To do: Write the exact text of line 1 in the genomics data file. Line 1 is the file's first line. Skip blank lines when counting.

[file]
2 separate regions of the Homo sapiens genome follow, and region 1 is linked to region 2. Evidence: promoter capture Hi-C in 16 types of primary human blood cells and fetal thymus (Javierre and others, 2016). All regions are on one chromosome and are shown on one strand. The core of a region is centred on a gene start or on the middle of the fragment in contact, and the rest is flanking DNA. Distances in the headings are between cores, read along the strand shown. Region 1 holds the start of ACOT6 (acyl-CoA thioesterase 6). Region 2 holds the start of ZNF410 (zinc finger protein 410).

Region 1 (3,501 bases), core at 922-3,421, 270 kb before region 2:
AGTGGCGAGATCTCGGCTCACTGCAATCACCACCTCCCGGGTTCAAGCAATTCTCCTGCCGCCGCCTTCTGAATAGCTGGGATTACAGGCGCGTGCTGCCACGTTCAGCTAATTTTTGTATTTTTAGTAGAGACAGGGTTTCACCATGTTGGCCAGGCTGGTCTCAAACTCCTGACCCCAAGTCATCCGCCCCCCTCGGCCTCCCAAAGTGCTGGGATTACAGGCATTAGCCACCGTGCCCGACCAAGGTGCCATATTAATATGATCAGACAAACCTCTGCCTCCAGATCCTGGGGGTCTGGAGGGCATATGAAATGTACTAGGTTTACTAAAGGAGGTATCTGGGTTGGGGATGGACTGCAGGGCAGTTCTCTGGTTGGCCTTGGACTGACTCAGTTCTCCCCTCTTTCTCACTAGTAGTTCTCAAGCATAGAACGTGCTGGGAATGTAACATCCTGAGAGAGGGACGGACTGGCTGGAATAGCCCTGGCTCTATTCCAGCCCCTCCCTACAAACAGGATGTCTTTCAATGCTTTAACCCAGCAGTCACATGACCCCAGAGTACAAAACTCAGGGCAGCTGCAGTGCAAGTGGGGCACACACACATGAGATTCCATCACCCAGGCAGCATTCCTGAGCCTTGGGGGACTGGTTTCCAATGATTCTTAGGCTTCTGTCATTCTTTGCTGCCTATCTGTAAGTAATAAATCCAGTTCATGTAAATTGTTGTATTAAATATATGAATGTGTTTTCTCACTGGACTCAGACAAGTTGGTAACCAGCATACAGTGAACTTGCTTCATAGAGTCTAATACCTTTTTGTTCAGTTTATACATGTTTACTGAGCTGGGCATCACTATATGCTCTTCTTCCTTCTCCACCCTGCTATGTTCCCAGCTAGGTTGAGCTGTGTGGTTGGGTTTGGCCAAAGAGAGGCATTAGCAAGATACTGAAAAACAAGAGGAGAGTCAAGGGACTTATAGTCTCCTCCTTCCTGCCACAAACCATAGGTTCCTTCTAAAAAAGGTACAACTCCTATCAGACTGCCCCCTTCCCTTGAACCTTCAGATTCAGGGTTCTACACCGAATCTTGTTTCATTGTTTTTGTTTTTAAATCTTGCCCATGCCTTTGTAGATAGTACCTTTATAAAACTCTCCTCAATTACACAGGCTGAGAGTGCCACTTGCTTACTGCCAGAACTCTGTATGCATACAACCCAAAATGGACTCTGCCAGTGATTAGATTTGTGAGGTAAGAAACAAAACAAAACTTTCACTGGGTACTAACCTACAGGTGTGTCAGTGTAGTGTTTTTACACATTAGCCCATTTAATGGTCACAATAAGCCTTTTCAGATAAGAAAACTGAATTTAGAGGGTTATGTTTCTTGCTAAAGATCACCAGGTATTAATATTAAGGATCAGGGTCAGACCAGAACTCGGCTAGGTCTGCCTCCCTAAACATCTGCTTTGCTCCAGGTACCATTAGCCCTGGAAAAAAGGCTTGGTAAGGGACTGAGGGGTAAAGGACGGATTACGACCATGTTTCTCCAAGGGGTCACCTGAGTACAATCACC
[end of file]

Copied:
2 separate regions of the Homo sapiens genome follow, and region 1 is linked to region 2. Evidence: promoter capture Hi-C in 16 types of primary human blood cells and fetal thymus (Javierre and others, 2016). All regions are on one chromosome and are shown on one strand. The core of a region is centred on a gene start or on the middle of the fragment in contact, and the rest is flanking DNA. Distances in the headings are between cores, read along the strand shown. Region 1 holds the start of ACOT6 (acyl-CoA thioesterase 6). Region 2 holds the start of ZNF410 (zinc finger protein 410).